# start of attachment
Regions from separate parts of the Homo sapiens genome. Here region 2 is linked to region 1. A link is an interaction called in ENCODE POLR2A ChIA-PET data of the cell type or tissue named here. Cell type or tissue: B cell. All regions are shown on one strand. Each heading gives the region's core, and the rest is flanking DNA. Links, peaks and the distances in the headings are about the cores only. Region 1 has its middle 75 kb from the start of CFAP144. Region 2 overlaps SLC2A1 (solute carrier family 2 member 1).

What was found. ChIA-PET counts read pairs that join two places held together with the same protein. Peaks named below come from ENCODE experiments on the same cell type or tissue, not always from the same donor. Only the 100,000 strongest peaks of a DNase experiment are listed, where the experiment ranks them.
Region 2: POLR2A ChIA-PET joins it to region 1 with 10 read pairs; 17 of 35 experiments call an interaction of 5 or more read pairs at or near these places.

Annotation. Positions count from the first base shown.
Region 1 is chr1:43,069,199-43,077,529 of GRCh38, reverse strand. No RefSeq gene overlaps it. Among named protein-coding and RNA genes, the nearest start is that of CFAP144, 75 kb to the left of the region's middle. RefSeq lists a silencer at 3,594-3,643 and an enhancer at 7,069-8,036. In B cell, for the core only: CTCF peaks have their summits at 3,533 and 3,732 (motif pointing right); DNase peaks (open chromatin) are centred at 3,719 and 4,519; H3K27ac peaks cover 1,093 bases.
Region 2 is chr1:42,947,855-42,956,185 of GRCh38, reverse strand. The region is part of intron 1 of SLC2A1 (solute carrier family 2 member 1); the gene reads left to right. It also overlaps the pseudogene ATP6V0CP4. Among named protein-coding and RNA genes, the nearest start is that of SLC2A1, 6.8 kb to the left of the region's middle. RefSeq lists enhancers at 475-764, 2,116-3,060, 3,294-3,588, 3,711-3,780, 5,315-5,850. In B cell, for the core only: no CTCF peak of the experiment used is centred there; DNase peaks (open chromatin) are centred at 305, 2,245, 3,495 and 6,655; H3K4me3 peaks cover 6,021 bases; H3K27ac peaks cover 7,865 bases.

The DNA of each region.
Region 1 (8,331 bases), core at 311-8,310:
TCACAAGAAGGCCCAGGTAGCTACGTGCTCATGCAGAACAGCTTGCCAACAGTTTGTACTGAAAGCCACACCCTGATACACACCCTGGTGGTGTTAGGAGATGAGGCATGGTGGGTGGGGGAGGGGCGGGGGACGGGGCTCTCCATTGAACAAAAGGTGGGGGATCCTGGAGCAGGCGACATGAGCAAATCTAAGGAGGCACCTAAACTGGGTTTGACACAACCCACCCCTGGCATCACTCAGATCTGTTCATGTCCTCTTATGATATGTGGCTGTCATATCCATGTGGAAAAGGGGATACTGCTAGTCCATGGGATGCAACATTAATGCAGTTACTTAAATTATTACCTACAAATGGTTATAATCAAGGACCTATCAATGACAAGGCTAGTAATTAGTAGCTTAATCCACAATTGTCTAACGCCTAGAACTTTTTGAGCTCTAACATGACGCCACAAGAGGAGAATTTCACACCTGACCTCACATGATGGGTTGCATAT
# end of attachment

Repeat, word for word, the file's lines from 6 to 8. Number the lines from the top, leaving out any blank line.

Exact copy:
Region 2 is chr1:42,947,855-42,956,185 of GRCh38, reverse strand. The region is part of intron 1 of SLC2A1 (solute carrier family 2 member 1); the gene reads left to right. It also overlaps the pseudogene ATP6V0CP4. Among named protein-coding and RNA genes, the nearest start is that of SLC2A1, 6.8 kb to the left of the region's middle. RefSeq lists enhancers at 475-764, 2,116-3,060, 3,294-3,588, 3,711-3,780, 5,315-5,850. In B cell, for the core only: no CTCF peak of the experiment used is centred there; DNase peaks (open chromatin) are centred at 305, 2,245, 3,495 and 6,655; H3K4me3 peaks cover 6,021 bases; H3K27ac peaks cover 7,865 bases.

The DNA of each region.
Region 1 (8,331 bases), core at 311-8,310: